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Monday, January 9, 2012

Word for the Weekend: Menhaden

It's a fish, a very small American fish.  Also known as moss bunker, bunker, and pogy, it has been harvested for fertilizer since time immemorial.

Indeed, the name comes from the Algonquin word munnawhat, which means fertilizer.

Despite someone having fun in the food section of the Wikipedia entry, it is not generally considered to be edible, though it was once experimentally canned as "Ocean Trout."  Instead, it is harvested by the million for fertilizer and fish meal -- and the Omega fish oil that you swallow in capsule form for your health.  It's greatest importance, however, is its place in the food chain.  Like krill for giant whales, it is a necessary part of the diet of larger species.  Removing menhaden from the sea is another step in the wrecking of our planet.

This message is explored in a very well-reviewed book about this little fish, called The Most Important Fish in the Sea: Menhaden and America,  by H. Bruce Franklin.  It is worth hunting up the entry on Amazon, if only just to read the extremely well-written review by Mark McDonough.

In fact, whales played a surprisingly important part in the history of menhaden. As the great whales were "fished" out, reducing huge catches of menhaden as an alternative for lubricant oil became quite an industry, and schooners called "moss bunkers" became quite a common sight on the eastern coasts of America. As there was no refrigeration, the menhaden were just allowed to rot, so the moss bunkers could be smelled quite a long time before they came into sight. Working on them could not have been fun.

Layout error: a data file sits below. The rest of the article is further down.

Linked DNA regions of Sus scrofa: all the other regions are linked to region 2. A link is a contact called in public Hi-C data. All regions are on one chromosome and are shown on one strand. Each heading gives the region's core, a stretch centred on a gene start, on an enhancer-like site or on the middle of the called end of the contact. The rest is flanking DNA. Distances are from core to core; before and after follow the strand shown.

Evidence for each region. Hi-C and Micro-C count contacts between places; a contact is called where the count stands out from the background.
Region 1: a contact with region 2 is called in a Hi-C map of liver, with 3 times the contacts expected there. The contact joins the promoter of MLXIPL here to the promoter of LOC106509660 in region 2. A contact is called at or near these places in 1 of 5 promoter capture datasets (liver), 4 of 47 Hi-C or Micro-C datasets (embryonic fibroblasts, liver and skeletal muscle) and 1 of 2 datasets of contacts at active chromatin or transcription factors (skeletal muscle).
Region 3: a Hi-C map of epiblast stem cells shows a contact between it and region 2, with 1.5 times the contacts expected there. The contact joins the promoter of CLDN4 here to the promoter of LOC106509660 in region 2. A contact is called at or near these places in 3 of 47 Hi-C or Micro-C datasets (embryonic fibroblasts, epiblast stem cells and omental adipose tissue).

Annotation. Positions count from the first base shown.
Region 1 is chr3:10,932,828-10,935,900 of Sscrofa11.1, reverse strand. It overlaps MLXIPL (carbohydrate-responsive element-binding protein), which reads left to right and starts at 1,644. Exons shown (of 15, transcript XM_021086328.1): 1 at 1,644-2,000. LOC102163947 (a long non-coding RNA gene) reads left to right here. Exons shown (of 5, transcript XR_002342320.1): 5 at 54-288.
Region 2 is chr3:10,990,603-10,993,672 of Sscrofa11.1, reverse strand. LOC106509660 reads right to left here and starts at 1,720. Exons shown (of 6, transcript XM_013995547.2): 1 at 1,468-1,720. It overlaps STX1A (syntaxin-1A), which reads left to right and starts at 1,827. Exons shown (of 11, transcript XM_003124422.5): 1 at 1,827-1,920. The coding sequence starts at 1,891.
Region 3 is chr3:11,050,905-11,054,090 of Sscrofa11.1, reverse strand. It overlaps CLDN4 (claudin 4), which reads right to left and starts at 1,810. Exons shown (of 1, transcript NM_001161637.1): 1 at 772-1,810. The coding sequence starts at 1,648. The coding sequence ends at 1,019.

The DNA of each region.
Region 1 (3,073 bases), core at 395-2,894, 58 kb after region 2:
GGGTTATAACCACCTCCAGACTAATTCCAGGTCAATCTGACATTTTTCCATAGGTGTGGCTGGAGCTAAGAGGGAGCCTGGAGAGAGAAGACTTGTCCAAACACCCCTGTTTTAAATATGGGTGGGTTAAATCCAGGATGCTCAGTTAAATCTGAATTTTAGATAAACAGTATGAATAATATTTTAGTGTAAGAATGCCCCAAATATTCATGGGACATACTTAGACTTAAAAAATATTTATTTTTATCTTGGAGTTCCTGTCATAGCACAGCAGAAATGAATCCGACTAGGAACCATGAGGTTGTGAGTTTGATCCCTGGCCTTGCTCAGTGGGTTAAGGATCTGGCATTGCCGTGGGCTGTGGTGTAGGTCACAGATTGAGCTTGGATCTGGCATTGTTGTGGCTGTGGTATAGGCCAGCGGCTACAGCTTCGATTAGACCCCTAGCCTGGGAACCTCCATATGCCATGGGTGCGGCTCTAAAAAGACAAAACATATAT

From maritime historian Bill Bunting:
There is a tale of a certain 3-masted schooner which loaded a cargo of "fish scrap" -- putrified processed pogy, pogy being an oily industrial fish once unsuccessfully canned as "Ocean Trout" -- at Promised Land, on Eastern Long Island, for Norfolk, where the maggoty scrap was to became a component of fertilizer. Initially the stench was all but overpowering to the schooner's people, but evidently the human olfactory system is designed to shut down in self-defense when confronted with an extreme situation, and by the time port was made the stench did not seem all that bad. But this proved to be an illusion when the captain, wife, and daughter boarded a street car only to have the other occupants depart post haste.

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